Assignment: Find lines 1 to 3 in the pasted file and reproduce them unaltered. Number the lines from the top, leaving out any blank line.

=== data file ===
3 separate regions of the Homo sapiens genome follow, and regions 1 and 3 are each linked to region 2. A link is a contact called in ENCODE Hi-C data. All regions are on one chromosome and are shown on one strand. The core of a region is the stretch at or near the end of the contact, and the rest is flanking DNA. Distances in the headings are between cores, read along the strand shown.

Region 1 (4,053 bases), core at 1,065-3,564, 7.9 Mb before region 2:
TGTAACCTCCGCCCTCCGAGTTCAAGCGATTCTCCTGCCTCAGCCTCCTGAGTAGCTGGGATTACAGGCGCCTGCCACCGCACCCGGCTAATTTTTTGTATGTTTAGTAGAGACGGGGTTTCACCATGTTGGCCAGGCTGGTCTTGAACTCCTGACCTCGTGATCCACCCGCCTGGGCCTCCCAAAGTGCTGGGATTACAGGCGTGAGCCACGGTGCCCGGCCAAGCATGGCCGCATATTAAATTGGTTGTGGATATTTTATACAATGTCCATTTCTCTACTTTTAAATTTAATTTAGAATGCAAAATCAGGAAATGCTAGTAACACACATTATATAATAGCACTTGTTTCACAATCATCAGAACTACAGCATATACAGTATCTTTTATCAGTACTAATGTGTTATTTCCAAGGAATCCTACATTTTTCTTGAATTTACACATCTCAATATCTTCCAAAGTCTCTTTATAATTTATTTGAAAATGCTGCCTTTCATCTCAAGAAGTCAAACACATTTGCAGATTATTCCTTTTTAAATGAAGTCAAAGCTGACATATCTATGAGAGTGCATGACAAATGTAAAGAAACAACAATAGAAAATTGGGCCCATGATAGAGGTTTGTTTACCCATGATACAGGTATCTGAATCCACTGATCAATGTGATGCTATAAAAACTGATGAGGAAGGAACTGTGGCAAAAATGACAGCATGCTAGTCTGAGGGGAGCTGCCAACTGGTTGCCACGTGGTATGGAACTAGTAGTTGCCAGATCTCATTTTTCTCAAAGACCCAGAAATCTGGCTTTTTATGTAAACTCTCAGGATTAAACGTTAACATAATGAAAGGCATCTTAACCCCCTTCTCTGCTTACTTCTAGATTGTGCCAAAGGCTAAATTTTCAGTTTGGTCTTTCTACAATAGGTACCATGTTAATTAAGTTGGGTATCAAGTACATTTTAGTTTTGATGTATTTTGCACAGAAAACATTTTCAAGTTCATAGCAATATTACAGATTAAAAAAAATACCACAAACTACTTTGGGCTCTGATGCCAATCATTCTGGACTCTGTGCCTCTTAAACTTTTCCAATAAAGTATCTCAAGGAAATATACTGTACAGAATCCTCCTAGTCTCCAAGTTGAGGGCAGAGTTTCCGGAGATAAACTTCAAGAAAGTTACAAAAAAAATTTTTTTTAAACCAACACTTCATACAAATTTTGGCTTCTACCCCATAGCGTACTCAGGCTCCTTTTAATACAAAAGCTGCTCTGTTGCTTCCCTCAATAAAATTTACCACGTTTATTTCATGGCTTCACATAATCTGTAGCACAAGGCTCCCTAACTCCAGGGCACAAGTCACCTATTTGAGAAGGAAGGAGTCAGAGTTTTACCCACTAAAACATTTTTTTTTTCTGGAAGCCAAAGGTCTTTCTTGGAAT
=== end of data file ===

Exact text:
3 separate regions of the Homo sapiens genome follow, and regions 1 and 3 are each linked to region 2. A link is a contact called in ENCODE Hi-C data. All regions are on one chromosome and are shown on one strand. The core of a region is the stretch at or near the end of the contact, and the rest is flanking DNA. Distances in the headings are between cores, read along the strand shown.

Region 1 (4,053 bases), core at 1,065-3,564, 7.9 Mb before region 2:
TGTAACCTCCGCCCTCCGAGTTCAAGCGATTCTCCTGCCTCAGCCTCCTGAGTAGCTGGGATTACAGGCGCCTGCCACCGCACCCGGCTAATTTTTTGTATGTTTAGTAGAGACGGGGTTTCACCATGTTGGCCAGGCTGGTCTTGAACTCCTGACCTCGTGATCCACCCGCCTGGGCCTCCCAAAGTGCTGGGATTACAGGCGTGAGCCACGGTGCCCGGCCAAGCATGGCCGCATATTAAATTGGTTGTGGATATTTTATACAATGTCCATTTCTCTACTTTTAAATTTAATTTAGAATGCAAAATCAGGAAATGCTAGTAACACACATTATATAATAGCACTTGTTTCACAATCATCAGAACTACAGCATATACAGTATCTTTTATCAGTACTAATGTGTTATTTCCAAGGAATCCTACATTTTTCTTGAATTTACACATCTCAATATCTTCCAAAGTCTCTTTATAATTTATTTGAAAATGCTGCCTTTCATCTCAAGAAGTCAAACACATTTGCAGATTATTCCTTTTTAAATGAAGTCAAAGCTGACATATCTATGAGAGTGCATGACAAATGTAAAGAAACAACAATAGAAAATTGGGCCCATGATAGAGGTTTGTTTACCCATGATACAGGTATCTGAATCCACTGATCAATGTGATGCTATAAAAACTGATGAGGAAGGAACTGTGGCAAAAATGACAGCATGCTAGTCTGAGGGGAGCTGCCAACTGGTTGCCACGTGGTATGGAACTAGTAGTTGCCAGATCTCATTTTTCTCAAAGACCCAGAAATCTGGCTTTTTATGTAAACTCTCAGGATTAAACGTTAACATAATGAAAGGCATCTTAACCCCCTTCTCTGCTTACTTCTAGATTGTGCCAAAGGCTAAATTTTCAGTTTGGTCTTTCTACAATAGGTACCATGTTAATTAAGTTGGGTATCAAGTACATTTTAGTTTTGATGTATTTTGCACAGAAAACATTTTCAAGTTCATAGCAATATTACAGATTAAAAAAAATACCACAAACTACTTTGGGCTCTGATGCCAATCATTCTGGACTCTGTGCCTCTTAAACTTTTCCAATAAAGTATCTCAAGGAAATATACTGTACAGAATCCTCCTAGTCTCCAAGTTGAGGGCAGAGTTTCCGGAGATAAACTTCAAGAAAGTTACAAAAAAAATTTTTTTTAAACCAACACTTCATACAAATTTTGGCTTCTACCCCATAGCGTACTCAGGCTCCTTTTAATACAAAAGCTGCTCTGTTGCTTCCCTCAATAAAATTTACCACGTTTATTTCATGGCTTCACATAATCTGTAGCACAAGGCTCCCTAACTCCAGGGCACAAGTCACCTATTTGAGAAGGAAGGAGTCAGAGTTTTACCCACTAAAACATTTTTTTTTTCTGGAAGCCAAAGGTCTTTCTTGGAAT